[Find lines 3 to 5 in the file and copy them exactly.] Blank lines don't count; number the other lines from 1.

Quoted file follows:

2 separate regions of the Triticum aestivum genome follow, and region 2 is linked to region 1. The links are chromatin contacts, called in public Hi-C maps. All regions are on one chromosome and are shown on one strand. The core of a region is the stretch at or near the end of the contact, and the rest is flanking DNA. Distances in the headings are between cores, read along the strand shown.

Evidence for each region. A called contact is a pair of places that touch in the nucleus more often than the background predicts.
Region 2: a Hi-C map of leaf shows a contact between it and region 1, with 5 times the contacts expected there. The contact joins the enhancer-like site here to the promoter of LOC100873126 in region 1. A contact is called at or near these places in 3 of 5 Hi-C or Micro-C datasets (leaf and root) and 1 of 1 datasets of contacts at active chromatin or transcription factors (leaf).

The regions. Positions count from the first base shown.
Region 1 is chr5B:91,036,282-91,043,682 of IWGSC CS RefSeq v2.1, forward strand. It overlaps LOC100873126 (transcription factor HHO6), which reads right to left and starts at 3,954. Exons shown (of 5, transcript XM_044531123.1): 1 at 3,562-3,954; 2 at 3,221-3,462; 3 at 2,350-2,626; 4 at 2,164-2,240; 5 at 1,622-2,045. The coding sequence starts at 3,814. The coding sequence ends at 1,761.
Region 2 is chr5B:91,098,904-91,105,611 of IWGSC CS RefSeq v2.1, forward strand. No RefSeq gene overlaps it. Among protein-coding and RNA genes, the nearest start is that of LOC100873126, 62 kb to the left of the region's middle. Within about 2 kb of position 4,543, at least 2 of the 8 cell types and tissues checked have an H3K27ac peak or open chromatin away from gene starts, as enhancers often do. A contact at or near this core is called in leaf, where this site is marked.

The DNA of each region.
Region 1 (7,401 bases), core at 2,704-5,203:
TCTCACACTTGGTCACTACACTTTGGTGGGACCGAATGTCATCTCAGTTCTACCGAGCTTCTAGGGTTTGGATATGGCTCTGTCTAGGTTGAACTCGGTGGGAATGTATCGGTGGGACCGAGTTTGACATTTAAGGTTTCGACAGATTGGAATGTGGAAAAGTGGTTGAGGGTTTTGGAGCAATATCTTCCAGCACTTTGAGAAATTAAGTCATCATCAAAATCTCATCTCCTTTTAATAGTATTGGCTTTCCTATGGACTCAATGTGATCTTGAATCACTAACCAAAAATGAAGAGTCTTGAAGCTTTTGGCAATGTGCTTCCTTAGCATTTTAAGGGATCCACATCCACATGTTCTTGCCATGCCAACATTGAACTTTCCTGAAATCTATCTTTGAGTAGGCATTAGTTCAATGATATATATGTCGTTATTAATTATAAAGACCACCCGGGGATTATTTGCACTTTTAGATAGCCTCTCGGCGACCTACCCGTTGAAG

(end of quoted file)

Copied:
Region 2: a Hi-C map of leaf shows a contact between it and region 1, with 5 times the contacts expected there. The contact joins the enhancer-like site here to the promoter of LOC100873126 in region 1. A contact is called at or near these places in 3 of 5 Hi-C or Micro-C datasets (leaf and root) and 1 of 1 datasets of contacts at active chromatin or transcription factors (leaf).

The regions. Positions count from the first base shown.
Region 1 is chr5B:91,036,282-91,043,682 of IWGSC CS RefSeq v2.1, forward strand. It overlaps LOC100873126 (transcription factor HHO6), which reads right to left and starts at 3,954. Exons shown (of 5, transcript XM_044531123.1): 1 at 3,562-3,954; 2 at 3,221-3,462; 3 at 2,350-2,626; 4 at 2,164-2,240; 5 at 1,622-2,045. The coding sequence starts at 3,814. The coding sequence ends at 1,761.